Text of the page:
A standard framed print receives a ‘floating’ refresh.
Step 6 Wrapping it Up
After the decal was completely applied to the front of the board, we flipped it over to finish the installation. The decal was wrapped around the edges of the board and adhered to the back to cover the exposed foam. When this was complete, we had the advantage of a light, durable board without the appearance of unfinished edges. A plastic squeegee was used this time since it allowed us to apply more pressure for a strong seal, and no one can see the back once the image is hung up.
Step 7 Preparing the Cleats
We custom-cut cleats here by taking a piece of Gatorfoam up to 1-inch thick (or as desired) and cutting it in half with a table saw set at a 45-degree angle. Two pieces formed the hanging bracket, and a third piece was cut for the bottom to keep the print hanging parallel to the wall. We applied double-sided tape and silicone to the pieces being installed to the board; the tape held them in place while the adhesive dried.
Step 8 Consistency is Key
We learned early on that it’s important to be consistent in how you cut and install the cleats. Always doing it the same way makes it easier for installers onsite, and will allow you to replace an image if needed; the replacement can then one hang exactly where the old one did. (We often install more than one image in a room, and it’s very obvious if the image is changed and suddenly it’s out of line with the rest because the bracket wasn’t the same. For these reasons, we always cut them the same size and use a guide to ensure they’re installed the same way every time.) Finally, the matching wall portion of the bracket was masking-taped in place for transport, and then it was ready to be placed on the wall.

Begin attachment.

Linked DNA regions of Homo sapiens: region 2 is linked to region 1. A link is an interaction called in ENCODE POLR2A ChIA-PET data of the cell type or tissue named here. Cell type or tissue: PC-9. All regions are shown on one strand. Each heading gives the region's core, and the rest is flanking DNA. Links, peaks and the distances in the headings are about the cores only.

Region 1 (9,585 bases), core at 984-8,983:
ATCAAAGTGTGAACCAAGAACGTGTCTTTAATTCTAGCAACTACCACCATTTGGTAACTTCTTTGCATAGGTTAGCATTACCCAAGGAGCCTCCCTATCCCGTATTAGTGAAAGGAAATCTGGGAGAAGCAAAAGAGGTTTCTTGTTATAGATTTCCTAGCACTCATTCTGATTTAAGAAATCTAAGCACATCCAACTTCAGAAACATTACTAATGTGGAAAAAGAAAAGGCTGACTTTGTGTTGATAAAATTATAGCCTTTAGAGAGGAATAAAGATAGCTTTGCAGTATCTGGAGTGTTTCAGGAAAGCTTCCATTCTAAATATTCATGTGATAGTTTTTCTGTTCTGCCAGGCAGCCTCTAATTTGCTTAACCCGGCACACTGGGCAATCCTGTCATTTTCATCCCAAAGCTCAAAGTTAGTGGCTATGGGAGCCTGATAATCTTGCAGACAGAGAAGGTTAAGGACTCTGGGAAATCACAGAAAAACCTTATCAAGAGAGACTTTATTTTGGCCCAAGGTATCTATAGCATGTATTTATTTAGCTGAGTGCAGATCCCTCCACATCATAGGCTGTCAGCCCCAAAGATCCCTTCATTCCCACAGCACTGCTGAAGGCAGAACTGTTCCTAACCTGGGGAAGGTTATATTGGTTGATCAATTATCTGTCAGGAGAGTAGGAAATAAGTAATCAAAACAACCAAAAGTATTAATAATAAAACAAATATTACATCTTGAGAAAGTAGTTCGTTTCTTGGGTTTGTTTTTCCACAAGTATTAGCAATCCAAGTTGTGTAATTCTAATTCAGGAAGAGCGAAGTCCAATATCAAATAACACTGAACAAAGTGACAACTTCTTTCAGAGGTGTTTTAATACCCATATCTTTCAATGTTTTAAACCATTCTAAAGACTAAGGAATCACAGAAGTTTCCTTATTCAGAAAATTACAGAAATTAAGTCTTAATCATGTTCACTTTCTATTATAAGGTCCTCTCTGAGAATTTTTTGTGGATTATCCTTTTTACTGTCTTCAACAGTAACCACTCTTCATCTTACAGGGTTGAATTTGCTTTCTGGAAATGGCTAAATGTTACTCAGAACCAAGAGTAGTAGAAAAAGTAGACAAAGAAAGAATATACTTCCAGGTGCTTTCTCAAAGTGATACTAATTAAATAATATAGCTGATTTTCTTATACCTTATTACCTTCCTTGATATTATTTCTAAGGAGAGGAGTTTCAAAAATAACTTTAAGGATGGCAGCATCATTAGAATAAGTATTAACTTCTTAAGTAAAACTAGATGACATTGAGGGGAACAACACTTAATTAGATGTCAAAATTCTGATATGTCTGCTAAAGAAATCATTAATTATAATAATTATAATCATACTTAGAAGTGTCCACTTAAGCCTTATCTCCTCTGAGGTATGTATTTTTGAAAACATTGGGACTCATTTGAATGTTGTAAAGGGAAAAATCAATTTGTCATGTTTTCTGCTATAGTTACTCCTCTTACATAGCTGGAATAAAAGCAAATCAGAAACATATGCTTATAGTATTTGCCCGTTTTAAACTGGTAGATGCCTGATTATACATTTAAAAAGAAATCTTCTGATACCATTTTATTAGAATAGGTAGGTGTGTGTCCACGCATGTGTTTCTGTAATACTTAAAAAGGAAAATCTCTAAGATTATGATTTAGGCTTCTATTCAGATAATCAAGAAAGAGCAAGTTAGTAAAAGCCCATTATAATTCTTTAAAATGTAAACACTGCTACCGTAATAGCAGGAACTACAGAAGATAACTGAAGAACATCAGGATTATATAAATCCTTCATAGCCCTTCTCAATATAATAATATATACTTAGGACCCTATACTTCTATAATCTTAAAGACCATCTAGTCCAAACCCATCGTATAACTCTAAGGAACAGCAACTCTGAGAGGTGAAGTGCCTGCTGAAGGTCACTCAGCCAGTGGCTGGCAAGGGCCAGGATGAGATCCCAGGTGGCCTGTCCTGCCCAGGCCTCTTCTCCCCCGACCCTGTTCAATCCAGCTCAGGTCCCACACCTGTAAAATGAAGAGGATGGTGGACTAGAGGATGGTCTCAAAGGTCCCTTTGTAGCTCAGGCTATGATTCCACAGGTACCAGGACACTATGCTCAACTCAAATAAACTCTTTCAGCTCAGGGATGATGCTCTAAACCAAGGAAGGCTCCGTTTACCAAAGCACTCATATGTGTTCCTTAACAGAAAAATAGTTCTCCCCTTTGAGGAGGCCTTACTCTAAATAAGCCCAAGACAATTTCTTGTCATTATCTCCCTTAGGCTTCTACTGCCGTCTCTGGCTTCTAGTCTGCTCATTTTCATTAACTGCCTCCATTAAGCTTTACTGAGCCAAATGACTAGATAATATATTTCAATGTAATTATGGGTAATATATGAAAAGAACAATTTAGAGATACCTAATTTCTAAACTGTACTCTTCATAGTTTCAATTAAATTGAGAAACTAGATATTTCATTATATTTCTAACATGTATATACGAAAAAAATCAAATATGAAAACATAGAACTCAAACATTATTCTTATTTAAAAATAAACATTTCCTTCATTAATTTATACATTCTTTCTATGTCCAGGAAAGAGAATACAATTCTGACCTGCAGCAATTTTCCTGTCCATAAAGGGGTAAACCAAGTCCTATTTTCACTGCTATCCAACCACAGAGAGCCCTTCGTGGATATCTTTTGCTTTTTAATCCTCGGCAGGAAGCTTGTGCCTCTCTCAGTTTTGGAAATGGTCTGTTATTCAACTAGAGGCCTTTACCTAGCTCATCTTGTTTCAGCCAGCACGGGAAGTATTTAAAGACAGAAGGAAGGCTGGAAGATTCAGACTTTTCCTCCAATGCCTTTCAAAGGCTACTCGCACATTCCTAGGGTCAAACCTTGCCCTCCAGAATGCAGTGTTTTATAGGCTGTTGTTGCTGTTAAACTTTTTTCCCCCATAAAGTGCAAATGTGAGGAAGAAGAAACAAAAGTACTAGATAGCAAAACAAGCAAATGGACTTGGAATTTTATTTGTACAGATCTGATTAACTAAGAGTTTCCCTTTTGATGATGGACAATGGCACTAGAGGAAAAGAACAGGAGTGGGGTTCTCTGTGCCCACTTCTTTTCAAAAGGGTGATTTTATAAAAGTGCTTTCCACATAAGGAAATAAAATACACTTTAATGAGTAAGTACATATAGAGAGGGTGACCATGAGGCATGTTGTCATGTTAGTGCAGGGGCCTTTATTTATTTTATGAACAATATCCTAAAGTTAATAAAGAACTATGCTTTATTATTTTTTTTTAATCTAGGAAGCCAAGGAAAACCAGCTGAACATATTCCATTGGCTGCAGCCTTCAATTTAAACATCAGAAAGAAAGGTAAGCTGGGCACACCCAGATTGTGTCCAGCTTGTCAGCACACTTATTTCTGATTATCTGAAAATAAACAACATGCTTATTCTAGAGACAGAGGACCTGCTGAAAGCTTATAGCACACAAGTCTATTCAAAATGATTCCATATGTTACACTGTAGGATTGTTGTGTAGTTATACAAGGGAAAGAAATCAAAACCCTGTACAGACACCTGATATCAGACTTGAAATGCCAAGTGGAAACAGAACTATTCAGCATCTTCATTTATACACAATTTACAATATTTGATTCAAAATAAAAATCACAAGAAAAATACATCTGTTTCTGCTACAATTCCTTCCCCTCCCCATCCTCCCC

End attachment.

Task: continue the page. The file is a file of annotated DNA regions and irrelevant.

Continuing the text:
Step 9 Check, Check
At the install site, the installer measured out placement of the images, then took a second set of measurements and marks where the actual cleats would go. The cleat was taped in place and checked with a level. Once everything checked out, the wall bracket was screwed into place.
Step 10 All Hung Up
It was time to hang the picture. The two 45-degree-angle pieces slid together and the picture was held to the wall by its own weight with no obvious signs of what’s holding the print in front of the wall. It can’t fall down on its own, but can be removed in a second if needed.
RJ Orr is vice president of sales for bluemedia (www.bluemedia.com) in Tempe, Arizona.
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